The Tenth Power by Kate Constable

The Tenth Power, by Kate Constable, was published in 2005 by Scholastic. It is the sequel to The Waterless Sea.

Rating: 4/5

It’s always bittersweet to read the ending to books you’ve enjoyed. There’s happiness with the characters and where they are (hopefully), there’s sadness that the series is over, there’s lingering feelings of shock and tension from the plot. And, for me, there’s sometimes also a feeling of disgruntlement that the ending isn’t as perfect as it “could have been,” a vague sense that the book let me down somehow.

I got that feeling a little bit with The Tenth Power. Don’t get me wrong—I thoroughly enjoyed the book. It was literally all I could think about during work for two whole days. I had to drag myself away from it in the morning. Constable’s enchanting prose, Calwyn’s struggles and triumphs, her relationship with Darrow, the twists and turns of the plot—all of these things worked together to create a great finish, one that’s satisfying and beautiful (if not bittersweet). The way this trilogy gripped me is still surprising to me. I don’t get entranced by books very often. The most recent ones I can think of are The Queen’s Thief books, which hold a different sort of enchantment to them.  Yet something about Constable’s prose, the world, and especially the characters grabbed me from the get-go.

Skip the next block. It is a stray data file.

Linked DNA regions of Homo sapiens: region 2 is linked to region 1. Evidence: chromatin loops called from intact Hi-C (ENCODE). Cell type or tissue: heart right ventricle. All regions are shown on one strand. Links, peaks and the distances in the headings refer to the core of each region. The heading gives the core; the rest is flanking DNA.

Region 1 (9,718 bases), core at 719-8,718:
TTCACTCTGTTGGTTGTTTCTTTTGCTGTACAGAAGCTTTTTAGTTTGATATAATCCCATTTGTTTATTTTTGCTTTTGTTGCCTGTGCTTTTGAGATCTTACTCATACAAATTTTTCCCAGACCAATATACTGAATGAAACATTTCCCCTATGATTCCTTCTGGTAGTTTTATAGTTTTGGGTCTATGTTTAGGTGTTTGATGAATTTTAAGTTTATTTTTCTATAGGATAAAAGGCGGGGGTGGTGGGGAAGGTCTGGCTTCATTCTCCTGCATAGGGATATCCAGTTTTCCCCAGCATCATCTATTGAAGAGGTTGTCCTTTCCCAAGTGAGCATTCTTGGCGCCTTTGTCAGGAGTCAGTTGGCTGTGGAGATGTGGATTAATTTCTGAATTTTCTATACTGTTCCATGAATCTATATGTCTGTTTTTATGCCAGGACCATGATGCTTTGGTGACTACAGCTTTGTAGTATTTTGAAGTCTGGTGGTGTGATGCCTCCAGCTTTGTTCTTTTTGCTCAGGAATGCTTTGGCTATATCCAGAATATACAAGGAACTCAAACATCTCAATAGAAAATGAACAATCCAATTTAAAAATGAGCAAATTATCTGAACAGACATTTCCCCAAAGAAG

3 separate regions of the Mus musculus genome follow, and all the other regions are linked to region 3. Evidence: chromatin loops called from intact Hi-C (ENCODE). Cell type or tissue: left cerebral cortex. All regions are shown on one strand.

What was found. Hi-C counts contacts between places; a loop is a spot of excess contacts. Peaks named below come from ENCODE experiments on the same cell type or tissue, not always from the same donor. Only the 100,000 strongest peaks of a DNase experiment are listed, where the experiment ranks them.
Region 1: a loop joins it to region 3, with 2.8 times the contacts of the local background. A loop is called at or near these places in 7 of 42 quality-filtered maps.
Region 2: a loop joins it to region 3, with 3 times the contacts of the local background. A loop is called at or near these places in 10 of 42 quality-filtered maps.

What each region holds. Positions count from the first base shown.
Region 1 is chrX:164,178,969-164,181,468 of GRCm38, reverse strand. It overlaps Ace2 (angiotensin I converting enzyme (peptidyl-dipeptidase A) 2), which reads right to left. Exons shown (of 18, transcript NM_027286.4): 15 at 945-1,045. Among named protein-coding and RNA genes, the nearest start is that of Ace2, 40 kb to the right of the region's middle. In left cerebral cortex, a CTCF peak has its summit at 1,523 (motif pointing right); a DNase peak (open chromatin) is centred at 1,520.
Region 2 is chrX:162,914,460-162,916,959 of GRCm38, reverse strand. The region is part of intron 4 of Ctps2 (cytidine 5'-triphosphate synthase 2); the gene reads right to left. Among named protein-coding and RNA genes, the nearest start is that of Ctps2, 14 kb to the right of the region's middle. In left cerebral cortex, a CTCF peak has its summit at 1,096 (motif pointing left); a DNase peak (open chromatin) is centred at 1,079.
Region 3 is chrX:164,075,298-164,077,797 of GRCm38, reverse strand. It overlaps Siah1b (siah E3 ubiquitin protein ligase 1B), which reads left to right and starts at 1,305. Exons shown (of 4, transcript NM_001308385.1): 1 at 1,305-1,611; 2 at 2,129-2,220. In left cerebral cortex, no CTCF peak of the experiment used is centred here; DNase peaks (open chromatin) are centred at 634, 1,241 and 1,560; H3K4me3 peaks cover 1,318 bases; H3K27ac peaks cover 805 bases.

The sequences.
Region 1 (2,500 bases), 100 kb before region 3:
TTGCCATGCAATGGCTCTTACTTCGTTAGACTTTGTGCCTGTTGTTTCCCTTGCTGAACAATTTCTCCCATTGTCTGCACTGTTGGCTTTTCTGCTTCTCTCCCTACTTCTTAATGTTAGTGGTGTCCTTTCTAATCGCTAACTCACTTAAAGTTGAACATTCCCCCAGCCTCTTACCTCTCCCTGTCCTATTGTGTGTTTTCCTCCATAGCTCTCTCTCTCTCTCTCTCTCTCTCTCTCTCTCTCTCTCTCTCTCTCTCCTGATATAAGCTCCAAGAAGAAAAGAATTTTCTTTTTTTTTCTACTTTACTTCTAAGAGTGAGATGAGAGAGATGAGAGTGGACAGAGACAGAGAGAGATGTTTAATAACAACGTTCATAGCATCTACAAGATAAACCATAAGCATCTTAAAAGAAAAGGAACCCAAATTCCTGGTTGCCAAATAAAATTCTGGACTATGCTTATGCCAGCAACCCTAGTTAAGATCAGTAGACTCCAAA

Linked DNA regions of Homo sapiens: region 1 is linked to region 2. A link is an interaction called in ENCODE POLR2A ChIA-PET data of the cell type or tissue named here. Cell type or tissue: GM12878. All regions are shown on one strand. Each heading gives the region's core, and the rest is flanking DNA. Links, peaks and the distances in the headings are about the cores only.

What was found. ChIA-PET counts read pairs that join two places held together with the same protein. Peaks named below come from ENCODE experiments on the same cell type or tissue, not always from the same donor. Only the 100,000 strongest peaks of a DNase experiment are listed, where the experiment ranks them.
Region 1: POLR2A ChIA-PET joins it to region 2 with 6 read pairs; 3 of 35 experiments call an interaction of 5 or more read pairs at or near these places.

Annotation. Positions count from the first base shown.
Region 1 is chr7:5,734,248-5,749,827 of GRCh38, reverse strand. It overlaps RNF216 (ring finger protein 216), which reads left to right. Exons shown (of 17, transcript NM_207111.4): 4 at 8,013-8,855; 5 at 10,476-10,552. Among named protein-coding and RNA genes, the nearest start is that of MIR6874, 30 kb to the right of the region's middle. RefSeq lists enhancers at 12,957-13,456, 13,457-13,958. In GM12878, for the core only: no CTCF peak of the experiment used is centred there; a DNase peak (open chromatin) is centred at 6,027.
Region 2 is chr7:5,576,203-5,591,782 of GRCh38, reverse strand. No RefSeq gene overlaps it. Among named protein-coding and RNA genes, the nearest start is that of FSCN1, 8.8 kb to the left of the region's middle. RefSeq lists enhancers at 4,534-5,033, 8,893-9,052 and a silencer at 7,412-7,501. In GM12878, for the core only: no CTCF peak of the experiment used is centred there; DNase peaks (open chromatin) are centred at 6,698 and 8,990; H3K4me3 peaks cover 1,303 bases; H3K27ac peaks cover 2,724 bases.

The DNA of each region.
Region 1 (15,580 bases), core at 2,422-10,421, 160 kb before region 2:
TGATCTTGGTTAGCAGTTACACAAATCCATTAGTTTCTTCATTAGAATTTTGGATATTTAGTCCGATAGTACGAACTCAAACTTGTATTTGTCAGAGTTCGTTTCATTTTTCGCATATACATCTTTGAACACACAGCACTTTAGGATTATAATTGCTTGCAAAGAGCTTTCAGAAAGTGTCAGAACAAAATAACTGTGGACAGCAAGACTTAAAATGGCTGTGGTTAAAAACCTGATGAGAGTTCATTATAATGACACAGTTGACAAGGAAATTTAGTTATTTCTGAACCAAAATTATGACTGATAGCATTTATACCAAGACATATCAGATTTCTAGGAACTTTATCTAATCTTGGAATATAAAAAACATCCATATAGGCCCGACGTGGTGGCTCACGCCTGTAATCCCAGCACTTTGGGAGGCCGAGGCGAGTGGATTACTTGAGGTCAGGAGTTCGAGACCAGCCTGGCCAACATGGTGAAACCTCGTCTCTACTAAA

Maybe it’s because Calwyn is such a fallible protagonist. She makes plenty of mistakes in this book. She gets angry and arrogant, and there’s a part in the middle of the book where things get almost too crazy and there’s a bewitching atmosphere to everything that happens, and despite all her power and all she accomplishes, Calwyn still reads as totally human. And I’m glad of that because the middle-to-last third of the book is so strange that without Calwyn as an anchor, I probably would have been much more dissatisfied.

The book isn’t perfect. There’s that science-fiction-y, ships-from-space bit that doesn’t quite fit in the world. There are several character revelations that don’t fit well, either, but they at least work better than what happens with Calwyn and Samis (seriously…what was that?). But I loved the idea of the Tenth Power (words! And then it hits you that no one has read or written anything in the entire series), and Calwyn and Darrow are still my favorite. Bobbles aside, I haven’t enjoyed a trilogy as much as I enjoyed Constable’s in a long time.

Recommended Age Range: 12+

Warnings: None.

Genre: Middle Grade, Fantasy

You can buy this book here:

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